Snow Joe 24V-X2-SB22
The Snow Joe 24V-X2-SB22 is a cordless electric snow blower with a 22 inch clearing path.
It also has rubber augers which won’t do much for hard snow; but they will be safe on your wooden deck.
The Snow Joe 24V-X2-SB22 also comes with an LED headlight to make clearing snow at night safer. The Snow Joe 24V-X2-SB22 is rated to move 840 pounds of snow per minute and can throw snow up to 25 feet.
So for a battery-powered, single-stage snow blower, this machine is actually pretty powerful. You can also adjust the chute up to 180 degrees and control the direction with the lever on the handlebars.
- Powerful for a battery-operated snow blower
- Comes from a good manufacturer
- The auger is safe for all surfaces
- The auger doesn’t break up snow very well
Overall Score: 94/100
Check Out More Reviews Here:
Our Favorite Two Stage Snow Blower
PowerSmart Snow Blower 24-inch
The PowerSmart Snow Blower 24-inch snow blower would be a great choice for anyone who wants a 2-stage blower that is easy to use.
This is a self-propelled snow blower which means that the auger actually helps move the entire machine along.
The only caveat is that this is a corded electric snow blower so your mobility is limited. However, it does have a 212cc engine that is powerful enough to clear up to 12 inches of snow.
The PowerSmart Snow Blower 24-inch also has 6 forward speeds and 2 reverse speeds.
We liked the fact that the PowerSmart Snow Blower 24-inch snow blower has a steel, serrated auger. This makes it much easier to break up hard snow and even small ice patches – all in a snow blower that’s easy to maneuver.
- Includes a 2-year manufacturer warranty
- Adjustable snow chute
- Wide impeller
- A bit loud
Overall Score: 96/100
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Our Favorite Three Stage Snow Blower
Cub Cadet 3528SWE
One of the best things about this snow blower is that it has a 4-cycle engine which means you don’t have to mix oil and gas to operate it.
Most 3-stage blowers require that you add a certain amount of both gas and oil.
The Cub Cadet 3528SWE is extremely durable and should last for a very long time even if you use it heavily every season.
For that reason, we would say it would be a great choice for anyone looking to make a long-term investment into a blower that will remain reliable for seasons to come.
The Cub Cadet 3528SWE also features electric start so it’s very easy to start up even in very cold conditions. It has multiple reverse speeds and is capable of clearing 24+ inches of hard snow with ease.
- Works great in deep snow
- Moves wet snow very easily
- No need to mix gas and oil
- A bit on the pricey side
Overall Score: 95/100
Check Out More Reviews Here:
Snow Blower FAQs
Is a 3 stage snow blower better than a 2 stage snowblower?
Not necessarily. A three-stage blower will consume more gas and may be harder to operate than a two-stage blower. However, a 2-stage blower may not have the power to clear heavy snow or large driveways.
Is a single-stage or two-stage snowblower better?
It will depend on your level of need. A two-stage blower will certainly be better if you have a large driveway to clear. However, single-stage blowers are less expensive and they don’t consume as much fuel.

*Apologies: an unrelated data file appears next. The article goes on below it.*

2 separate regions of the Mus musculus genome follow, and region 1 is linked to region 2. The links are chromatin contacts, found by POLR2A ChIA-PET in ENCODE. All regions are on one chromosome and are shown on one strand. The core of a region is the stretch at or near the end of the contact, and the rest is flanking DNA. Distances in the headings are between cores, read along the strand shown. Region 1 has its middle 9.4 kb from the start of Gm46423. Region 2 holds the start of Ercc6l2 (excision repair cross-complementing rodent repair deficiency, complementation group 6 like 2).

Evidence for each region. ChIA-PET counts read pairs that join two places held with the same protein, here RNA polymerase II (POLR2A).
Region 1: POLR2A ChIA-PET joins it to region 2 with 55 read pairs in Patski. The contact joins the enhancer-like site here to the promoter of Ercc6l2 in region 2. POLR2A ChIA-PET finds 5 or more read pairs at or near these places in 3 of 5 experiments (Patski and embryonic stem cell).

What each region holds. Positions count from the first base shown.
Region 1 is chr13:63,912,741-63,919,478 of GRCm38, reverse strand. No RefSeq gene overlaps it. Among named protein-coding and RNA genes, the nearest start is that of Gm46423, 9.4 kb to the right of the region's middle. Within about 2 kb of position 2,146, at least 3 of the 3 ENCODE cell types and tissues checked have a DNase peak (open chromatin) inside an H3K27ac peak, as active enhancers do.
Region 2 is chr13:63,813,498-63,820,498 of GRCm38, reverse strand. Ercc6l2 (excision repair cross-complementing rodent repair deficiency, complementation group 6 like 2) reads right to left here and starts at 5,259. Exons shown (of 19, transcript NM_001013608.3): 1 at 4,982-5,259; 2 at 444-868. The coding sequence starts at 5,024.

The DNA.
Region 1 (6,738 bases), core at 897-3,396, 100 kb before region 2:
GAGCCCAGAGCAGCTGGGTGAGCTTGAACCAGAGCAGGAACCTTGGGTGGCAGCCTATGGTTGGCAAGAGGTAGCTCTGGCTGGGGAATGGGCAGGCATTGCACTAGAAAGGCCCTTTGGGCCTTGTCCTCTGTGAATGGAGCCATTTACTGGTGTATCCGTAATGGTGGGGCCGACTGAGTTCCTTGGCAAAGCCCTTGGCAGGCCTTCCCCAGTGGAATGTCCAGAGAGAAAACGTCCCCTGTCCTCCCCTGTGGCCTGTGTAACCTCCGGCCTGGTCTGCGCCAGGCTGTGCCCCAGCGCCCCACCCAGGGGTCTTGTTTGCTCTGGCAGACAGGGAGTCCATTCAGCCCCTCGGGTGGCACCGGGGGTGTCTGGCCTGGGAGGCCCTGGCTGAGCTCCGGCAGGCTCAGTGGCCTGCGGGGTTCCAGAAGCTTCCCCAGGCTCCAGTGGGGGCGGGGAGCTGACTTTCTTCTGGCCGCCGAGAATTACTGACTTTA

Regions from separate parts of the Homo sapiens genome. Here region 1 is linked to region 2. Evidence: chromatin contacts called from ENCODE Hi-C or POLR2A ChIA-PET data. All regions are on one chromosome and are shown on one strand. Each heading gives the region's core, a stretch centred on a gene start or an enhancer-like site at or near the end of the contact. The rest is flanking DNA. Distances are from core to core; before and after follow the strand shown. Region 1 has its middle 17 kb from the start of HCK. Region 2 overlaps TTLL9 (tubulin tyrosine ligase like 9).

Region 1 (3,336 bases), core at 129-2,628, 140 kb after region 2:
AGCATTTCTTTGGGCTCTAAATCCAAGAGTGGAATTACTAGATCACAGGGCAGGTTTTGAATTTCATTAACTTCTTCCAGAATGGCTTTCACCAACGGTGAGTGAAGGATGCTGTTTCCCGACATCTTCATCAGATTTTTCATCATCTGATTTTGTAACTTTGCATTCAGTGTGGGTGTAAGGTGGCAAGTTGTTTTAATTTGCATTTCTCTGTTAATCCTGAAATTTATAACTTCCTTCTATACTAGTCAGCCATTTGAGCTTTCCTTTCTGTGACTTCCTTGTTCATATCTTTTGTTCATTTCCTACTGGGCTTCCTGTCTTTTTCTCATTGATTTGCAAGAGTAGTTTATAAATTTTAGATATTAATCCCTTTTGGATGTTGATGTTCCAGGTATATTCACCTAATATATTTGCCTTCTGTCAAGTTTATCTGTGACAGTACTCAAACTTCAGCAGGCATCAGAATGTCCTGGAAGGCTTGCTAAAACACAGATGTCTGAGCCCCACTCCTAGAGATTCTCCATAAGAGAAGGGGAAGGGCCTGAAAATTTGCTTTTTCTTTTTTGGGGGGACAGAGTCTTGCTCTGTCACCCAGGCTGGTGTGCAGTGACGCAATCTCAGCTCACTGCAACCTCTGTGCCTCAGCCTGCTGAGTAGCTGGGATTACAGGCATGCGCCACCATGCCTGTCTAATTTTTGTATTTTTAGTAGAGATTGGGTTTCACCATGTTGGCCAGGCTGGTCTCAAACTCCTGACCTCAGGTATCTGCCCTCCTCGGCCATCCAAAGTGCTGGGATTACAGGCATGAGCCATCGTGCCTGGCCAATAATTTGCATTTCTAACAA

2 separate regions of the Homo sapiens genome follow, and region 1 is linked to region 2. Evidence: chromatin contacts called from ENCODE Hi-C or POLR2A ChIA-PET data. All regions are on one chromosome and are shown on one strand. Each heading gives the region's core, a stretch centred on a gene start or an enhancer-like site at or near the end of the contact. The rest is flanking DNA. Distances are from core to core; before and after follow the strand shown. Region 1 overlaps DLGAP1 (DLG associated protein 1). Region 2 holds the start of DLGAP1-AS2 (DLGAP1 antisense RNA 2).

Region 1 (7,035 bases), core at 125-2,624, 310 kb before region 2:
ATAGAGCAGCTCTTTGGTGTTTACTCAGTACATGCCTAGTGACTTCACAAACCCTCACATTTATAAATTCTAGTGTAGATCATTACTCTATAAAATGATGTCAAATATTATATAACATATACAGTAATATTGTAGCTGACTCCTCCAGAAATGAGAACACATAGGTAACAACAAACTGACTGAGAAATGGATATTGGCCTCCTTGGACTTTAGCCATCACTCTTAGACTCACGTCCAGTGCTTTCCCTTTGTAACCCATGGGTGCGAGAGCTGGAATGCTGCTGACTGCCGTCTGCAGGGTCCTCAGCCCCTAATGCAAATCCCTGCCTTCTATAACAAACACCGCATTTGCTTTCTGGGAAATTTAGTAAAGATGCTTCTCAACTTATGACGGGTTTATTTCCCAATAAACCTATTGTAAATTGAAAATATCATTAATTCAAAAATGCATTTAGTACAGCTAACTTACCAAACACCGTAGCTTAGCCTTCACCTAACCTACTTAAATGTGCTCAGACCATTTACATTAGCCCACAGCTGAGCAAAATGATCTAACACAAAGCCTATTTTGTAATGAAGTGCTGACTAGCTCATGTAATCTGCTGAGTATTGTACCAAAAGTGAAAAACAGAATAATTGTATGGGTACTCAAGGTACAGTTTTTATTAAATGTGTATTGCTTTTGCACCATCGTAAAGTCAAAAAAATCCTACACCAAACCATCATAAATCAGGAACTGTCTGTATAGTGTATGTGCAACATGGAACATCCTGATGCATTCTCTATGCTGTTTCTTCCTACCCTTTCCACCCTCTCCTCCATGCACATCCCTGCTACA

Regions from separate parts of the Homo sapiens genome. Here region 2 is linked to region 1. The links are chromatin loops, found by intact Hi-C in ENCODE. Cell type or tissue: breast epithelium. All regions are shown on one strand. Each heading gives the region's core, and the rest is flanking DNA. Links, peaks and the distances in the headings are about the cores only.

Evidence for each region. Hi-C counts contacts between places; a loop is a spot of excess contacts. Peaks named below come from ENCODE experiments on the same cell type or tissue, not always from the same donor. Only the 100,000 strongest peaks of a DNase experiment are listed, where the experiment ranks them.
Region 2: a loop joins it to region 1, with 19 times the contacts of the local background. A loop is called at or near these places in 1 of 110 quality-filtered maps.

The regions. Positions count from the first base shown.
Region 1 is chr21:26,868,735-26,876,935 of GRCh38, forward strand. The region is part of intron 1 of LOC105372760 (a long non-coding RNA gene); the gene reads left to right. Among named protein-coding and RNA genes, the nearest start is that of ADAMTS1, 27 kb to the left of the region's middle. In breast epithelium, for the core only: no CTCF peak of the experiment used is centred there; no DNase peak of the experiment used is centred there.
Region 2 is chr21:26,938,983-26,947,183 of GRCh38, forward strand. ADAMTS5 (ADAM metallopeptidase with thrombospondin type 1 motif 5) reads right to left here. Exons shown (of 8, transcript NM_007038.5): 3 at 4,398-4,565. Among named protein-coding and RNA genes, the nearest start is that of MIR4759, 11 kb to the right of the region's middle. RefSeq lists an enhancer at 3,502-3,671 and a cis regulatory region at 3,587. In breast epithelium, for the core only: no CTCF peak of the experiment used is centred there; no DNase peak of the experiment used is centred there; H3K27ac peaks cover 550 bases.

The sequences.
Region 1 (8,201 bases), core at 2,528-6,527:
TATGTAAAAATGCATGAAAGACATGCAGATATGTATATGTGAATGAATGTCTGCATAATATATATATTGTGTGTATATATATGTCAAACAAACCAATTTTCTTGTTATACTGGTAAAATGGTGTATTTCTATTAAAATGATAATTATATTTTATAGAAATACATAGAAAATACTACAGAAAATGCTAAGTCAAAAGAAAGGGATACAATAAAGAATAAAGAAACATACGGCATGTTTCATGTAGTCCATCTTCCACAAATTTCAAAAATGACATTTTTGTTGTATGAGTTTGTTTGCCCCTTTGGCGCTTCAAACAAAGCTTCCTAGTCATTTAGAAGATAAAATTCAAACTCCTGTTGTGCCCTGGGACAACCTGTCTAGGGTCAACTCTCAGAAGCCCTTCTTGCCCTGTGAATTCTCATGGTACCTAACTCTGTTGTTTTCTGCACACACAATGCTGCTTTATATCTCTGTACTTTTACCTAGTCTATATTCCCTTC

Is a 3 stage snow blower a gimmick?
Certainly not for people who live in areas that regularly get 24+ inches of snowfall each season. It’s true that for most parts of the world, a three-stage blower is unnecessary. However, extreme snowfall areas may make a three-stage blower totally necessary.
How much snow can a 2 stage snow blower handle?
It will depend on the make and model to be sure but in general, two-stage blowers are rated to handle up to 10 inches of snow.
What’s the difference between a snow blower and snow thrower?
The main difference is that snow blowers are usually powered by gas. Snow throwers are also almost always single-stage machines.
How many inches of snow should fall before you use a snowblower?
If any snow is impeding you from getting your car out of the driveway, you may need to use a snow blower. But in general, snowfall of 4 inches or more will usually necessitate using a snow blower.
Do snowblowers work on wet snow?
Three and two stage snow blowers will work on wet snow.
What is the best way to remove snow from a gravel driveway?
You can use a snow blower on a gravel driveway. Just make sure that it has skid shoes.
How many years does a snowblower last?
With proper maintenance, it is not uncommon for quality snow blowers to last for more than 10 years.
Should you salt your driveway before or after it snows?
You should only salt your driveway once all the snow has been cleared from it.
Should I run the gas out of my snowblower?
Before storing your snow blower for the season, you should make sure that the gas tank is completely drained.
Do I need to change snowblower oil every year?
Yes. It is recommended that you change the oil in your snow blower at the end of every season.
Can you leave a snowblower out overnight?
You can, as long as you make sure to keep it elevated off the ground and close off the snow chute.
At the end of the day, 1, 2 and 3 stage blowers all have their place.
3-stage blowers will probably only be appropriate in extreme weather areas while 1 and 2 stage blowers should work well for small to medium driveways and properties.
When all is said and done, your property and the type of snowfall you deal with should determine which type of snow blower is best.